Apprenticeships and youth unemployment

The creation of apprenticeships has been widely cited by Coalition Government ministers as a key solution to the problem of youth unemployment in the UK. At first sight the huge rises in apprenticeship numbers announced today would seem to support this view:

However, the full story is not that simple. Channel 4’s FactCheck blog have written a brilliant piece which highlights some key concerns with the data:

What this graphic from the report shows is that most of the big rise in the total number of apprenticeships is driven by huge increases in apprenticeships going to those who are 25 or older. It is worth quoting FactCheck’s explanation in full, particularly on the implications for youth unemployment policy:

To put this in perspective, 44 per cent of people who began apprenticeships last year were aged 25 or over. Three years earlier only 23 per cent were in the oldest category.

Over-25s are now the biggest age group, and this category is growing much faster than any other.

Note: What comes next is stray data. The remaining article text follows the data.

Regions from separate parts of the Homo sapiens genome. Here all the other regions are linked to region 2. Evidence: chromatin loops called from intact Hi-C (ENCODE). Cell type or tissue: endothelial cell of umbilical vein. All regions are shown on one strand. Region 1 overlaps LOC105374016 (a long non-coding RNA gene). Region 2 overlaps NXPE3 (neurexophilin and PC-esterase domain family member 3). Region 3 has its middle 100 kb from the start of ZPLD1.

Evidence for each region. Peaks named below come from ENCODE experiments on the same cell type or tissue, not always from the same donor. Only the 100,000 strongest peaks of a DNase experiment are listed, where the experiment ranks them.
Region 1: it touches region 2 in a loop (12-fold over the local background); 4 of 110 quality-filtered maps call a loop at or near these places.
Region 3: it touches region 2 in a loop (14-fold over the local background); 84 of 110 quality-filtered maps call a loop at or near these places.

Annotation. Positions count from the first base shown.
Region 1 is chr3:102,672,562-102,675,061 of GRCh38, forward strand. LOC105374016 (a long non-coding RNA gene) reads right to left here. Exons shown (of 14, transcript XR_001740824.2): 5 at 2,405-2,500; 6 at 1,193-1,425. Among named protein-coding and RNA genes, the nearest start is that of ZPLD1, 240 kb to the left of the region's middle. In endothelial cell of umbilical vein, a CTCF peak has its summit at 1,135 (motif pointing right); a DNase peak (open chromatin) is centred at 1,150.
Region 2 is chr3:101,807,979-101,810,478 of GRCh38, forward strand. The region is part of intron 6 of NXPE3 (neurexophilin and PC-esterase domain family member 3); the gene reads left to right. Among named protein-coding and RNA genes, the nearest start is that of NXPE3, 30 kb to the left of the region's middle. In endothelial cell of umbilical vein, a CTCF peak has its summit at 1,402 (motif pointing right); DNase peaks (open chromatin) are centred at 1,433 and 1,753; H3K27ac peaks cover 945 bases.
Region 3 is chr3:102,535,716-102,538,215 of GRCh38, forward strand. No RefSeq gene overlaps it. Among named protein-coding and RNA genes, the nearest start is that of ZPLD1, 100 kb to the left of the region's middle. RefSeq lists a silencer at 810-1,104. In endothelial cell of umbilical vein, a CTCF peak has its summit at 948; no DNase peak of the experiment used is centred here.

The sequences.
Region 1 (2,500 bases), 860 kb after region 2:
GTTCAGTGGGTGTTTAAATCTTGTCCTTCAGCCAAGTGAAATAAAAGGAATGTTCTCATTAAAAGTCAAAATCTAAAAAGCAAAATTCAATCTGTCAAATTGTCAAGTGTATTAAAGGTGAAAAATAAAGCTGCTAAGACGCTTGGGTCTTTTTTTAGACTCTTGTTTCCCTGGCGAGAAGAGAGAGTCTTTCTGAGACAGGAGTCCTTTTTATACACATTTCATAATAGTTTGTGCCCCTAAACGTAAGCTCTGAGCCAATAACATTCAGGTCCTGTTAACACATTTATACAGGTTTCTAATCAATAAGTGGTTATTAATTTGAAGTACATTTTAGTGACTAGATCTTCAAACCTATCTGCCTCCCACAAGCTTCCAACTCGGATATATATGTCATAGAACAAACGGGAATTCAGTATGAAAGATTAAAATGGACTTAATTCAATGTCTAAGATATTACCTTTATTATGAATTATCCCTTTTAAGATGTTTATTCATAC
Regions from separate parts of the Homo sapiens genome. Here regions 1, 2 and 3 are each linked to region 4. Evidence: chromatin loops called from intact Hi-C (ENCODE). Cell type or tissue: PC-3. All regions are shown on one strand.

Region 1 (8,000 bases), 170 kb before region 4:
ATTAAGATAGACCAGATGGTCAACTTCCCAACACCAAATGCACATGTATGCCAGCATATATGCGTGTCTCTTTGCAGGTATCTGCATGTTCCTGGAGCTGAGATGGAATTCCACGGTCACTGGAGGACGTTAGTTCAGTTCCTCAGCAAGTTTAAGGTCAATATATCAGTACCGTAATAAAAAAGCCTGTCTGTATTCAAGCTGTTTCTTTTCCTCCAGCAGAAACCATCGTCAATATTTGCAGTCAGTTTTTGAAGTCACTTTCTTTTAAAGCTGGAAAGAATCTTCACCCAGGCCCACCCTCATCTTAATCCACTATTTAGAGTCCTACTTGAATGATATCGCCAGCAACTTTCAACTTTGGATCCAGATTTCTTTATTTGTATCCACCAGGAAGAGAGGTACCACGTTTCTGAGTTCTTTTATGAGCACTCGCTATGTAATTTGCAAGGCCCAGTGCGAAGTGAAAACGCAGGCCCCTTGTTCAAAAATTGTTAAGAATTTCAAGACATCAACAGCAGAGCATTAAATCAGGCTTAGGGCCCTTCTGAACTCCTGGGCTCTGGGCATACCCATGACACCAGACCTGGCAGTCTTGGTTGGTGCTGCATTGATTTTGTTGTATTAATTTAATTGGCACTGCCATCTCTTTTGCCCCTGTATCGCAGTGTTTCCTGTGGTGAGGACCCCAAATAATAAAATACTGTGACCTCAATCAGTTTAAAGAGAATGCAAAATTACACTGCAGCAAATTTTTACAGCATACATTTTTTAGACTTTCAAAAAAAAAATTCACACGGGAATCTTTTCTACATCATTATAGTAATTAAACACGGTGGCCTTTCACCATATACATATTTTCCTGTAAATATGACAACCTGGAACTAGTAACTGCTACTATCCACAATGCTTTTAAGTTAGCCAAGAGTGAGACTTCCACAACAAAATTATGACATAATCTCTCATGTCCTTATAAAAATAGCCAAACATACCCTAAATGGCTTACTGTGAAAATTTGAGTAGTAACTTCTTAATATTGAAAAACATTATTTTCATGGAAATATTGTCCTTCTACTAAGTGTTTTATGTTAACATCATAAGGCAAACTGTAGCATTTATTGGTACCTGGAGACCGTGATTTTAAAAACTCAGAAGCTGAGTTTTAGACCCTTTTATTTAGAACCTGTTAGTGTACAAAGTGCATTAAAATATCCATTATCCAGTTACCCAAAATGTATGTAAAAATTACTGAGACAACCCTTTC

For the first time, the 2011/12 figures show a fall in the number of 16 to 18-year-olds signing up – a 1.4 per cent drop to 129,900.

This is a worrying trend – for two reasons.

First, it suggests that apprenticeships may not be the answer to the persistent problem of youth unemployment, as the coalition has suggested in the past.

It may be significant that Vince Cable didn’t mention youth unemployment today, or joblessness at all. Instead, he talked about making up for a skills shortage in the job market.

Second, BIS research suggests that almost half of over-25s who do apprenticeships would have got the same kind of training anyway if the government had not intervened.

BIS statisticians found in a report last year that the ”deadweight” – where the state ends up paying for something that would have happened anyway – was far more marked among older apprenticeships than teenagers.

As many as 44 per cent of over-25s would have been trained anyway,  even if the government wasn’t offering to meet up to 50 per of the cost.

The implication is that employers are just shifting the cost of training to the government, meaning that millions of pounds of taxpayers’ money are effectively being wasted.

If the age profile of the average apprentice is going up, the proportion of wasted spending is probably going up too. This is not something Mr Cable enlarged upon in his interviews with the media today.”

This shows that while apprenticeships could certainly be a solution to youth unemployment, there is a (very) long way to go before that is actually the case.

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